Based on the results of mechanical tests and structure studies, a model of the contraction characteristics in regenerated silk has been developed .
The perspectives of application of silk-based materials mentioned in the introduction appear particularly reasonable in view of recent news about the successful production of silk analogue recombinant proteins by expression of synthetic genes in microbial systems. In this way, silk with specific properties should become available for a number of sophisticated applications sometime soon.
T.Y. is grateful to the Alexander von Humboldt Foundation for a fellowship. The authors thank Prof. Katsura Kojima and Prof. Tsunenori Kameda from the National Institute of Agrobiological Sciences, Tsukuba, for inspiring discussions.
 Osaki S.: Nature 384, 419 (1996)
 Shao Z. and Vollrath F.: Nature 418, 741 (2002)
 Blackledge T.A. et al.: J. Exp. Biol. 212, 1981-1989 (2009)
 Plaza G.R. et al.: Macromolecules 42, 8977-8982 (2009)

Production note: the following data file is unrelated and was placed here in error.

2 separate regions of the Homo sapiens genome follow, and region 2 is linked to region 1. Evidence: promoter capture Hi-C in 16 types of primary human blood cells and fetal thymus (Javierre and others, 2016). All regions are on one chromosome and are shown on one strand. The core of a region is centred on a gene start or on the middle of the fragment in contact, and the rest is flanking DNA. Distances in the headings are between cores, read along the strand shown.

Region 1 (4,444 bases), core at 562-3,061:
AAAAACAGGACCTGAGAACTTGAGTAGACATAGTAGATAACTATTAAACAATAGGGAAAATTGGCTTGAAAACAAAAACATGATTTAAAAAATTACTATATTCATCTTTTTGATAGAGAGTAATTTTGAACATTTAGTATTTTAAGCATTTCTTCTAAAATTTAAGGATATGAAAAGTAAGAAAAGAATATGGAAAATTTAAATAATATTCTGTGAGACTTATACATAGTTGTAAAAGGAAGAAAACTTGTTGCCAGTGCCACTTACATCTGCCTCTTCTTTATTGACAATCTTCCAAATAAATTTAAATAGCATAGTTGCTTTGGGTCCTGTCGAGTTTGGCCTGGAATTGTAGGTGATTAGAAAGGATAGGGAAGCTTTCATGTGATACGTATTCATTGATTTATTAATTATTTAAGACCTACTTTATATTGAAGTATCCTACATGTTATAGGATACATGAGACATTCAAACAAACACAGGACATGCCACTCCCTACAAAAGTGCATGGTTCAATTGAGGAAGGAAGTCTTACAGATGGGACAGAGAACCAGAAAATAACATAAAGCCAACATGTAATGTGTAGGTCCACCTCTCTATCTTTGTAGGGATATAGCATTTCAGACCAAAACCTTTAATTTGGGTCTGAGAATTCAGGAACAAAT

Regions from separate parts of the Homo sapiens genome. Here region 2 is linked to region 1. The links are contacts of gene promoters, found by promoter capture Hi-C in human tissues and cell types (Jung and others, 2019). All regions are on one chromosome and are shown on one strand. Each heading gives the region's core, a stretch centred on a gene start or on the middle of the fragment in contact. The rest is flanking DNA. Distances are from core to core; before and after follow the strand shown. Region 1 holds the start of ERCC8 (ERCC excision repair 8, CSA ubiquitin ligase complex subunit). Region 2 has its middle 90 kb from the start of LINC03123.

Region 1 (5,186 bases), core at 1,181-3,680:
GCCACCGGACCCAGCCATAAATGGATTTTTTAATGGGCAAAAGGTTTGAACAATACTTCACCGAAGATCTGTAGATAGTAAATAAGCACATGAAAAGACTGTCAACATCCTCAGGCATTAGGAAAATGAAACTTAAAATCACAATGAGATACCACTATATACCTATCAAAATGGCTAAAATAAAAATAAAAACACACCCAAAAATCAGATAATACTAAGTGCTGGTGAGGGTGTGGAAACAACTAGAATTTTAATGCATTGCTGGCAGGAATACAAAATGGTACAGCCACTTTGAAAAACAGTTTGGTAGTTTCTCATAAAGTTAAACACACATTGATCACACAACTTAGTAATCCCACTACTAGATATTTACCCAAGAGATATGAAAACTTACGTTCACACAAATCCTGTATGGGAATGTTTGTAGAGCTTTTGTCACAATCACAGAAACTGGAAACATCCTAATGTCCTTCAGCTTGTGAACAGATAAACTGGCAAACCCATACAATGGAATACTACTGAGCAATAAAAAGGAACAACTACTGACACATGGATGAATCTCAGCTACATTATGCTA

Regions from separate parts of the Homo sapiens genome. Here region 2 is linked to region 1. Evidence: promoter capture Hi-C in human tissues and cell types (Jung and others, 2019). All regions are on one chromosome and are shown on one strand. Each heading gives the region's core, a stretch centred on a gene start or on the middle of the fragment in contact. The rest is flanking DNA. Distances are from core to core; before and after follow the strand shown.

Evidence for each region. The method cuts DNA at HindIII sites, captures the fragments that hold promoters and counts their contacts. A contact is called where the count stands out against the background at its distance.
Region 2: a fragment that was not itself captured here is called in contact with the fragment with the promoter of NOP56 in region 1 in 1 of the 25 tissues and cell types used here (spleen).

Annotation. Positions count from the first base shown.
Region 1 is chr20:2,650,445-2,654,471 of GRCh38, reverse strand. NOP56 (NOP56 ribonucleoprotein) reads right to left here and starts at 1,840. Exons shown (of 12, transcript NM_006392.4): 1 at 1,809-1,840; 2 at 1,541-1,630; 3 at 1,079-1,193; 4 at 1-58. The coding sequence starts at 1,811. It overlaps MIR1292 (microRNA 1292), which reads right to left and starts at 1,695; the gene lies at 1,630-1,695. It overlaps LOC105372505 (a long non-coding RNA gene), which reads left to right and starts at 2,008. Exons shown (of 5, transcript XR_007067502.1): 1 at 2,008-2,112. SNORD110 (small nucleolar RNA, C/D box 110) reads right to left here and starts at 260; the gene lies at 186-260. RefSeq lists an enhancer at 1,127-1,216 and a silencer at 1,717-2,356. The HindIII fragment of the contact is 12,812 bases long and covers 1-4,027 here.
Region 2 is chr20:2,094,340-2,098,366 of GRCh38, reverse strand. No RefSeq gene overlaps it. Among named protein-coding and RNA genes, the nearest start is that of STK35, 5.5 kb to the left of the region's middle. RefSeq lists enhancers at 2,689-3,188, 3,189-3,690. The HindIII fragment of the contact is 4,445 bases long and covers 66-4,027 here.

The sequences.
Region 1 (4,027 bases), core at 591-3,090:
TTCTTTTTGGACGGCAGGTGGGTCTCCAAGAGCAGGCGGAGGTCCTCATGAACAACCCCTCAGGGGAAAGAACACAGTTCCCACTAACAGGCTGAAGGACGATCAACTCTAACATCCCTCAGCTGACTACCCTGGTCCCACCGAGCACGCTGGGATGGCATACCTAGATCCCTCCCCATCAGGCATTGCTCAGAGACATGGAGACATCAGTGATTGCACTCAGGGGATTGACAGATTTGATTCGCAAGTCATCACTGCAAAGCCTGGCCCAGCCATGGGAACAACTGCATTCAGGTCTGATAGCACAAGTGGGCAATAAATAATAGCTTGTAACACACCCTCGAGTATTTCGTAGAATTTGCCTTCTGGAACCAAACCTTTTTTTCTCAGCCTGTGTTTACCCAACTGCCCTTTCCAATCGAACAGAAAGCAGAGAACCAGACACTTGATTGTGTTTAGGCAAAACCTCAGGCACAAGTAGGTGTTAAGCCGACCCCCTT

Yoshioka T. et al.: Macromolecules 44, 7713-7718 (2011)
 Egerton R.F. et al.: Micron 43, 2-7 (2012)
 Schaper A.K. et al.: J. Microsc. 223, 88-95 (2006)
 Tsuji M.: Electron microscopy. Comprehensive Polymer Science, Pergamon, 785-839 (1988)
 Thomas E.L. and Ast D.G., Polymer 15, 37-41 (1974)
 Kobayashi K. and Ohara M.: Proc. 6th Int. Congr. Electr. Microsc., Kyoto, 579-580 (1966)
Dr. Andreas K. Schaper (corresponding author)
Materials Science Centre EM&Mlab
Philipps University of Marburg
Dr. Taiyo Yoshioka
Graduate School of Engineering
Toyota Technological Institute
Prof. Dr. Yutaka Kawahara
Department of Biological and Chemical Engineering